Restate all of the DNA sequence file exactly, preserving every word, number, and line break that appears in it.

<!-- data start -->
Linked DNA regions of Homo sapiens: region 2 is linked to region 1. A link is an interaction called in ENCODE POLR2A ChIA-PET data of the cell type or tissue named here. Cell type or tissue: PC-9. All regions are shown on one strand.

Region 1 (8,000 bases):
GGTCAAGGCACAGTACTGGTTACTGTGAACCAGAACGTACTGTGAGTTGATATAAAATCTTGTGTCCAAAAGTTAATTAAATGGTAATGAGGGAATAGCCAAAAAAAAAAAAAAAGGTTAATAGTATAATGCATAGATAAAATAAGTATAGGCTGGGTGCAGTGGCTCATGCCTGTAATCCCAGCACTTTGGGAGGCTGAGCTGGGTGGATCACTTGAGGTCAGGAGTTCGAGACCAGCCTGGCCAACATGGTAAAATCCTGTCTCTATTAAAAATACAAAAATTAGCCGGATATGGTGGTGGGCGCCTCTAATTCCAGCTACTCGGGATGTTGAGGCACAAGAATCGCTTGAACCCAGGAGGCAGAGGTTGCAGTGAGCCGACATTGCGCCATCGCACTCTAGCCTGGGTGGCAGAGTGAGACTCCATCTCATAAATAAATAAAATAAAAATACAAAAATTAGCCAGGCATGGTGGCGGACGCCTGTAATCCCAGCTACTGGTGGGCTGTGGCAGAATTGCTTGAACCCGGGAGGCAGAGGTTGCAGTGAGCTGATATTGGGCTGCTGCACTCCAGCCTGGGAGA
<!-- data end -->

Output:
Linked DNA regions of Homo sapiens: region 2 is linked to region 1. A link is an interaction called in ENCODE POLR2A ChIA-PET data of the cell type or tissue named here. Cell type or tissue: PC-9. All regions are shown on one strand.

Region 1 (8,000 bases):
GGTCAAGGCACAGTACTGGTTACTGTGAACCAGAACGTACTGTGAGTTGATATAAAATCTTGTGTCCAAAAGTTAATTAAATGGTAATGAGGGAATAGCCAAAAAAAAAAAAAAAGGTTAATAGTATAATGCATAGATAAAATAAGTATAGGCTGGGTGCAGTGGCTCATGCCTGTAATCCCAGCACTTTGGGAGGCTGAGCTGGGTGGATCACTTGAGGTCAGGAGTTCGAGACCAGCCTGGCCAACATGGTAAAATCCTGTCTCTATTAAAAATACAAAAATTAGCCGGATATGGTGGTGGGCGCCTCTAATTCCAGCTACTCGGGATGTTGAGGCACAAGAATCGCTTGAACCCAGGAGGCAGAGGTTGCAGTGAGCCGACATTGCGCCATCGCACTCTAGCCTGGGTGGCAGAGTGAGACTCCATCTCATAAATAAATAAAATAAAAATACAAAAATTAGCCAGGCATGGTGGCGGACGCCTGTAATCCCAGCTACTGGTGGGCTGTGGCAGAATTGCTTGAACCCGGGAGGCAGAGGTTGCAGTGAGCTGATATTGGGCTGCTGCACTCCAGCCTGGGAGA